Do we still need publishers in Academia?
As any Ph.D. student, I spend significant amount of my time studying journal articles and books. A portion of that time is spent trying to access the content itself: Lengthy requests of inter-library loans for publications not available by my university, searching though a fragmented ecosystem of search engines and citations, using slow VPNs to get authenticated by the publishers. No wonder there is one simple question spinning in my mind:
“-Why do we need middlemen in Academia in the era of electronic publishing?”
To elaborate on the existing situation, academic institutions pay fees both to submit research articles for publication, as well as to gain access to them. How much? Well, as it seems a lot. The following figure shows how the journal prices for submitted articles vary with influence and business model.
The above prices are based on a for-profit model involving commercial publishers. Efforts to provide a non-profit, high-quality on-line only, open-access repository of journals (such as arxiv.org) have reported a vastly different cost (~$10 per article). Now why such a huge difference? Well, aside from costly functions that the publishers have to adhere to, a main cause is the huge influence of the big publishers that managed to form an oligopoly. The following charts show that more than 50% of the papers published in Natural and Medical Sciences are published by the 5 big publishers.
More than 50% of the papers in Natural and Medical Sciences are published by the 5 big publishers.
And as I mentioned, this covers only part of the cost that the academic institutions have to pay. The other part is the annual subscription cost that the institutions have to pay to access (even their own) research articles. The following graphic shows prices paid by various institutions, and it is interesting to see that the prices vary widely, mainly based on the number of graduate students of each institution.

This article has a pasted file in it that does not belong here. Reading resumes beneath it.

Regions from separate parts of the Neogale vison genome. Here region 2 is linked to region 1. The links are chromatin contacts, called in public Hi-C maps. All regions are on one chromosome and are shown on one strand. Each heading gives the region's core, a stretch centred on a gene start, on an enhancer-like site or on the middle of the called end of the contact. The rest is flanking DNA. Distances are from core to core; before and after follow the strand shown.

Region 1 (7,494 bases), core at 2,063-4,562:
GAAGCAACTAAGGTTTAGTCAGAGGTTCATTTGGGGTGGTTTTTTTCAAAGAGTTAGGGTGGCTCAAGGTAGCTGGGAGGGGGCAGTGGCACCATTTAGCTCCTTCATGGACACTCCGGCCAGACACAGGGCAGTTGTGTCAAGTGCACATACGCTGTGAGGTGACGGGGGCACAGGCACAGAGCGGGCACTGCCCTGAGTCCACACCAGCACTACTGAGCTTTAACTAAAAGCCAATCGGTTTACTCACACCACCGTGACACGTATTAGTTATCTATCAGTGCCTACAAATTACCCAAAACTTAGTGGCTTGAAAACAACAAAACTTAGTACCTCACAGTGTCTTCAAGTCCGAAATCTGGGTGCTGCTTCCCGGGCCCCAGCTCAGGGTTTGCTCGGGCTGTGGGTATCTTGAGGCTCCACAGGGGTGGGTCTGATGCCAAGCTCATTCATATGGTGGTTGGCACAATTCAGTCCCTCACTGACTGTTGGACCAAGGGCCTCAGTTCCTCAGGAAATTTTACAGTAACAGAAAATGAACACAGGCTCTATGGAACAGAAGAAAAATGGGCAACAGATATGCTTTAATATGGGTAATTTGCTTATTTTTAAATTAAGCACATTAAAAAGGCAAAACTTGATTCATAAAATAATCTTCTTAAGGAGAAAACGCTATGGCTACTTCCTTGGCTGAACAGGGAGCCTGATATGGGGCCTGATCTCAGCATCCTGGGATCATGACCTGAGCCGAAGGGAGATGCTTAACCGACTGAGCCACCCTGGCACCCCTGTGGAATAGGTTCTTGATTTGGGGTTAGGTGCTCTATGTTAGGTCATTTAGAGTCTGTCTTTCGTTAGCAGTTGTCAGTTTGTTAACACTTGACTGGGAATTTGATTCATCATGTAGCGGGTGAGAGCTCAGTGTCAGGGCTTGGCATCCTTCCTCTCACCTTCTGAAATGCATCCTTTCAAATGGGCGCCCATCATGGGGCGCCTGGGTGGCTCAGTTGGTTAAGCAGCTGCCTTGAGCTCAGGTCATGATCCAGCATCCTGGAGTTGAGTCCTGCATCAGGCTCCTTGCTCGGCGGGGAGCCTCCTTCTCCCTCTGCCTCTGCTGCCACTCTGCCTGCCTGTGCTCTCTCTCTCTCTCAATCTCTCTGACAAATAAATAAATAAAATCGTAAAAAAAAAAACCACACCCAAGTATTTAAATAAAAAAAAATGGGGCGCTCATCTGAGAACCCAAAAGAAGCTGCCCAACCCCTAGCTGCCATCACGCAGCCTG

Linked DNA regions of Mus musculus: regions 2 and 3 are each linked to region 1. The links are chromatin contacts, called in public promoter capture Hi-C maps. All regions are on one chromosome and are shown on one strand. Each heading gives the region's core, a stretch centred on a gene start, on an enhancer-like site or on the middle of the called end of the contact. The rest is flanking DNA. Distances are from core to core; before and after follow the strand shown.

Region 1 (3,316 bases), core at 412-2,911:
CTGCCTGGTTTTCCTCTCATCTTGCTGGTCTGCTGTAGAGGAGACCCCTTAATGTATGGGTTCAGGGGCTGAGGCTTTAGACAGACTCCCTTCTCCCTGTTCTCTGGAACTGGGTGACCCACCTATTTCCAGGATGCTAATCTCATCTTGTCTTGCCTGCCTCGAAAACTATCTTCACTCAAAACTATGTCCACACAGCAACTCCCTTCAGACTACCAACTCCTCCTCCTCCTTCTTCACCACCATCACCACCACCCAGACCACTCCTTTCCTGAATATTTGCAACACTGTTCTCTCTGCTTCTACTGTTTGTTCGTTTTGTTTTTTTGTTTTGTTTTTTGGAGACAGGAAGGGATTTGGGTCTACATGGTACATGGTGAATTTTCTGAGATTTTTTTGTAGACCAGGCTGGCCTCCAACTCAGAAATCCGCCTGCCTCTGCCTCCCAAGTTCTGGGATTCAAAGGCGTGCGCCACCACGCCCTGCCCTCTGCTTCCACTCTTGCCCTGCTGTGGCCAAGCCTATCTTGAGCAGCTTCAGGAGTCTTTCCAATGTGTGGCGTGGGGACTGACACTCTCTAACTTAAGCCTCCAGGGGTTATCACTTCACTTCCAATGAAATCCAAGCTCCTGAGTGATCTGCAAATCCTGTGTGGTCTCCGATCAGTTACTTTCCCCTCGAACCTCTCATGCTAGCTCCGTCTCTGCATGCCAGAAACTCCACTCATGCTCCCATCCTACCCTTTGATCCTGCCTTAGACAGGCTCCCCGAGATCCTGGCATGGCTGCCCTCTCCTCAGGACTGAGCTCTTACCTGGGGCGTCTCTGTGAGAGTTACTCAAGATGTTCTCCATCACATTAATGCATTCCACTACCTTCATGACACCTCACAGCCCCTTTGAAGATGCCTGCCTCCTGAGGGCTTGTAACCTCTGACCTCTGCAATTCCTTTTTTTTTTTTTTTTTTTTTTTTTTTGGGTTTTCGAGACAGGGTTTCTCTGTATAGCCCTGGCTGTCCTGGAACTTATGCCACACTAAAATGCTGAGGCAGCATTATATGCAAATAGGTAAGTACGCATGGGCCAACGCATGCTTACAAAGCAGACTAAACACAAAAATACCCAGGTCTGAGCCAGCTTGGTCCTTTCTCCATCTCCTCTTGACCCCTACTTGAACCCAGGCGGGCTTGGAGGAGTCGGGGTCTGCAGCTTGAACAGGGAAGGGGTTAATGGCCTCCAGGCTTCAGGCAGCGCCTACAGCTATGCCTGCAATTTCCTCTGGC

Needless to say that for many universities this cost is prohibitive, and this comes from personal experience from the Greek Universities, where the measures of austerity impacted the access of universities to academic literature.
In Greece the measures of austerity impacted the access of universities to academic literature.
Another important issue is the limited access of the public to advances of science. This becomes even more outrageous, when even research funded by governments are not accessible to their citizens (the cost to access a single research article as an individual is typically more than $30). The recent debate on climate change shows that we need now more than ever free access to fundamental research articles. It is the only way that common sense and scientifically backed facts can prevail in the era of conspiracy theories, trolls and fake news.
The recent debate on climate change shows that we need now more than ever free access to fundamental research articles. It is the only way that common sense and scientifically backed facts can prevail in the era of conspiracy theories, trolls and fake news.
While the very existence of academic publishers had been historically necessitated due to technological limitations, modern advances in content distribution and typesetting open new possibilities. Combined with the fundamental fact that both the content creation itself and the peer review process is conducted by academics free of charge, should make the public availability a no brainer, right? And to address the elephant in the room of the financial incentives for the academics I would like to cite an (always sarcastic) professor from my department on the benefits of traditional book publishing:
“Publishing books is a great opportunity for us to make several hundreds of dollars.”
So, since we the academics create the content and we review our colleagues’ content without a financial incentive, why not make the transition to free access public repositories of academic articles / books? In the future I will try to investigate how our efforts can be consolidated and follow the success of the Open Source Software, by making Open Access research a viable reality for Academia.
So, since we the academics create the content and we review our colleagues’ content without a financial incentive, why not make the transition to free access public repositories of academic articles / books?